Team Aprais
Jun 12, 2018

Opinion: Seeing Mark Pritchard's views in a different light

Last year P&G's Mark Pritchard set the tone of the conversation at Cannes Lions with his call for transparency in digital media and raising the effectiveness of marketing. In the lead up to Cannes Lions 2018, relationship consultancy Aprais relooks at the statements and says that better organised clients get better results from their agencies

Opinion: Seeing Mark Pritchard's views in a different light
When Marc Pritchard says something, the communications industry raises its collective ears….or should. Usually, whatever the marketing boss at Procter & Gamble – the biggest advertiser in the world – has to say does not just interest his own organisation: it is also seized upon by competitors, agencies and, last but not least, the international press. After all, the FMCG giant is still considered a bellwether for the strategy and organisational structure of big businesses as regards marketing and advertising.
Pritchard’s speeches at the conferences of the US advertisers’ association ANA and its British counterpart, the ISBA, in early March attracted the industry’s attention as per usual. After summarising the five-point plan for digital marketing which he presented in the previous year (bottom line: there have been some changes but there is still a lot to do), Pritchard is now looking at agencies and their internal organisational structure.
Pritchard highlights ‘lack of creativity’
The main thrust of his argument is that agencies spend too much time on administrative tasks. Creativity does not enjoy the status it should have. Pritchard estimates that less than half of agency staff are involved in creative output. He believes, however, that creatives should account for three quarters of agencies’ resources. According to Pritchard, there are lots of surplus staff in account
management and planning. ‘Too much energy is spent on conference calls, meetings and offsites and time is wasted on conference reports and PowerPoint presentations, dimming and ultimately extinguishing creativity,’ he says. He is also asking for media and creative teams to work together again. ‘Many of us rue the day that media agencies split from advertising agencies,’ explains Pritchard.
Of course, these statements must be viewed in the light of the current situation at Procter & Gamble. The multinational wants to slash its marketing spend by a total of two billion US dollars, so it should come as no surprise that agencies are also being called upon to cut costs and simplify. Nevertheless, there is more to Pritchard’s demands than just cost-cutting. The fact is that what he’s asking for is sensible and logical is supported by the fact that many agencies have already completed shake-ups or are in the process of doing so. It’s worth taking a closer look at the issues at stake – not least the collaboration between clients and agencies.
Firstly, even though Procter & Gamble is a forerunner, not everything that applies to P&G holds true of all advertisers. It is true that P&G primarily requires creative input from advertising agencies and has little need of strategic consultancy and brand management services. After all, these are among the key capabilities of the multinational, which is strongly driven by marketing. However, there is no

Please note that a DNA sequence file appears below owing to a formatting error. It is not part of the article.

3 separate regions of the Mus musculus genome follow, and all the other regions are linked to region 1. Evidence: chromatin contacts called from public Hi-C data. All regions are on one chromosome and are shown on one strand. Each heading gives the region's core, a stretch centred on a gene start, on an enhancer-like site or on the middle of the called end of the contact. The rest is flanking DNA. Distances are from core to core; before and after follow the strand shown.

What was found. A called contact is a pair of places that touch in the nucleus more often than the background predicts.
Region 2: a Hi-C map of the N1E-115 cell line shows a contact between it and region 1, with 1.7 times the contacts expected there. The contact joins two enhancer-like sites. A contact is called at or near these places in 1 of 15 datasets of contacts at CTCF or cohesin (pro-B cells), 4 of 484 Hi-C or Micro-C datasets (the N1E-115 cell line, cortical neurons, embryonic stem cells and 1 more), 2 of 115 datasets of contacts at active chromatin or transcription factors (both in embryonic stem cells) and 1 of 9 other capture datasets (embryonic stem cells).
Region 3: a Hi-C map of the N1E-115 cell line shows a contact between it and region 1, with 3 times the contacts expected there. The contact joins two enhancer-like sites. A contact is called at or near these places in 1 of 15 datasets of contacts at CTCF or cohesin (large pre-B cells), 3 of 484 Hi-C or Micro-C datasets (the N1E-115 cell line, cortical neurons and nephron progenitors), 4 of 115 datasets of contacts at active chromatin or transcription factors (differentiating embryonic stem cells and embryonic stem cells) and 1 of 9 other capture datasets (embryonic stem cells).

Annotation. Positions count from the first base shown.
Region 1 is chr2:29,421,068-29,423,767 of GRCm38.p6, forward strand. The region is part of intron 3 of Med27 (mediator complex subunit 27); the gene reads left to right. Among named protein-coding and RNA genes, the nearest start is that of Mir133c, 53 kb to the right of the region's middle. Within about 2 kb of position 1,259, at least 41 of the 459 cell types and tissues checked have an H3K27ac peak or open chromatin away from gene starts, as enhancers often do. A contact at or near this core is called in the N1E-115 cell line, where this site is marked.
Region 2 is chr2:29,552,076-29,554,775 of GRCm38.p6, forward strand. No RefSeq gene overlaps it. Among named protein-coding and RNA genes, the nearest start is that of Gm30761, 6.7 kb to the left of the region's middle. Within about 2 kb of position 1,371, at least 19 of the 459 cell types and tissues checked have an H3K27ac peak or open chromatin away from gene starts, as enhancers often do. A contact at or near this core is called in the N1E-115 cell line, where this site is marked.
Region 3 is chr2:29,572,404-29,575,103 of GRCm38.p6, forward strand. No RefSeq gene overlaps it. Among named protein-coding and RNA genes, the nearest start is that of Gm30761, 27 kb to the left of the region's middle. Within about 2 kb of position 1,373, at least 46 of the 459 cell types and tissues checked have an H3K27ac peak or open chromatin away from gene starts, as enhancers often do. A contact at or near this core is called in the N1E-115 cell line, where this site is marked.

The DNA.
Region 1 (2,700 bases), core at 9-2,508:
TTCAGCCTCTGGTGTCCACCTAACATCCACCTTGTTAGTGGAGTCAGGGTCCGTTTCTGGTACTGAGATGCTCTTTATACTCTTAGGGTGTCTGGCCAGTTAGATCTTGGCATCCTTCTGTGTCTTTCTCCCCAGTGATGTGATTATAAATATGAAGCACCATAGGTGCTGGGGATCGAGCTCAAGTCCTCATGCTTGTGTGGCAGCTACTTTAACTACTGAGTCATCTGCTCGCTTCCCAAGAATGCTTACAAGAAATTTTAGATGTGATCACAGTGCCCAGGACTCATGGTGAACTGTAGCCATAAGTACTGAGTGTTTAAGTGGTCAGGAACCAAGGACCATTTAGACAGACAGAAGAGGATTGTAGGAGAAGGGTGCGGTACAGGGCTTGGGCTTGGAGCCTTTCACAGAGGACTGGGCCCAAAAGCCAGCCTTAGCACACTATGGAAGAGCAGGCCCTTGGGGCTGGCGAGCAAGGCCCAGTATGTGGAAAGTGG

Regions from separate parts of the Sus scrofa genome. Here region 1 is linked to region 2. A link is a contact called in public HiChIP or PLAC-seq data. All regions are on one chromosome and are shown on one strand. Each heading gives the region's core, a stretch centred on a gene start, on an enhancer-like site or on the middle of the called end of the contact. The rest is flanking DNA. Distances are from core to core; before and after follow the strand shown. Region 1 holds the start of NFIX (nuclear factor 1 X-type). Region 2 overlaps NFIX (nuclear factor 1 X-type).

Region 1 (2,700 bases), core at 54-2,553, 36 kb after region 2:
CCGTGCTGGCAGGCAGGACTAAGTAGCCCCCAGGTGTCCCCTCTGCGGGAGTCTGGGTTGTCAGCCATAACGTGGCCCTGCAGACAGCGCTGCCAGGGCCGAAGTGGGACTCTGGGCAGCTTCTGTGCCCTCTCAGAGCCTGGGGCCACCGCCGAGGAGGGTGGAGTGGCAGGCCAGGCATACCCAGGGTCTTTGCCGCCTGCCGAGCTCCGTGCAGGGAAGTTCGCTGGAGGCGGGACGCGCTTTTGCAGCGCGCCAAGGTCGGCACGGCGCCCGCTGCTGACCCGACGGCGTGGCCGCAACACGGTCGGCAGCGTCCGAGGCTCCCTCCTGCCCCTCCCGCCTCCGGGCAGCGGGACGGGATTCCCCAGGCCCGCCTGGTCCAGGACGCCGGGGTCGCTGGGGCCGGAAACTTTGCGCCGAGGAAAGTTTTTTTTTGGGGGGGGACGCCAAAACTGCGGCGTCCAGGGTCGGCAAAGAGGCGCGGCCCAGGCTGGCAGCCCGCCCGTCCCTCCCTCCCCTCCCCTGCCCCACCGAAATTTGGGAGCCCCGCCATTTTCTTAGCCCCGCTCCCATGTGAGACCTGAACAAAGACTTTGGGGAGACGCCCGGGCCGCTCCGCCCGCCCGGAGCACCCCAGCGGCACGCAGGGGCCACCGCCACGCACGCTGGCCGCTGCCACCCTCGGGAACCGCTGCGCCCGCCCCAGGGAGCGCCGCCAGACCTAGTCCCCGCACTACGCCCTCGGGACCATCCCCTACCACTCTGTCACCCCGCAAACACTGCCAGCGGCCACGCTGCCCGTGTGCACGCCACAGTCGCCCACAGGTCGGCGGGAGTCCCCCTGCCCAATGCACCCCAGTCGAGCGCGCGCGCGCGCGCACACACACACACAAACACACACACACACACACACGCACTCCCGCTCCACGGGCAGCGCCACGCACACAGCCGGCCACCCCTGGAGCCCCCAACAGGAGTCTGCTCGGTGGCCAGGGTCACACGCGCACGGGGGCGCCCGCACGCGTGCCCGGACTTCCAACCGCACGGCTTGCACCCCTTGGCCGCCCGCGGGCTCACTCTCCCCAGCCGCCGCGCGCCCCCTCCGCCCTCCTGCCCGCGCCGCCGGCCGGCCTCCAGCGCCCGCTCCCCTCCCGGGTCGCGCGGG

doubt that some – indeed most – firms do rely on support from external service providers in these fields.
Nevertheless, there is no denying the proliferation in agencies’ service portfolios over the years. In some cases, they now offer services which have very little to do with their real raison d’être. The extent to which clients have driven this trend – for example by paying too little for agencies’ core product, i.e. creative output – is another matter.
This leads to the question of client-agency collaboration. Client organisation with regards to marketing is at least as important as the way in which agencies are structured. 
The client sets the limits of its agency’s performance. In other words, the way in which firms manage their marketing and marcomm has a major impact on the impact and results delivered by their advertising agencies. Badly organised clients can engage the best agencies – to no avail.
Better organised clients get better results
A recent evaluation by APRAIS confirms that well organised marketing departments receive a better service. From its database of 18,000+ reciprocal agency-client evaluations, the consultancy filtered out those focusing on collaboration. From this sample of 1,701, it isolated the 10 per cent of clients who were best and worst at collaborating. 
The findings show that client teams which orchestrate their agencies optimally receive much better integrated solutions. On a scale of 0 (never) to 100 (always), the score is 85 for top clients and just 50 for the worst-ranking clients. Results for creative output, media planning and – above all – digital are also much better for well-organised marketers (see figure 1).
Conversely – and unsurprisingly – the evaluation showed that these clients also performed well in the categories which are most important for agency collaboration. For instance, advertising agencies awarded the optimally organised marketing teams much better grades for the quality of their briefings, approval and overall management processes and for their partner-like dealings
with one another (see figure 2).
In other words, it is not enough for companies like P&G to call on agencies to change and adapt their structures. Clients also need to adopt a professional organisational structure that caters for
current requirements in order to ensure effective collaboration. Failure to do this means that clients ultimately receive worse integrated solutions – even if they hire top agencies.
(The consultancy Aprais, specialises in analysing the working relationships between clients and agencies)
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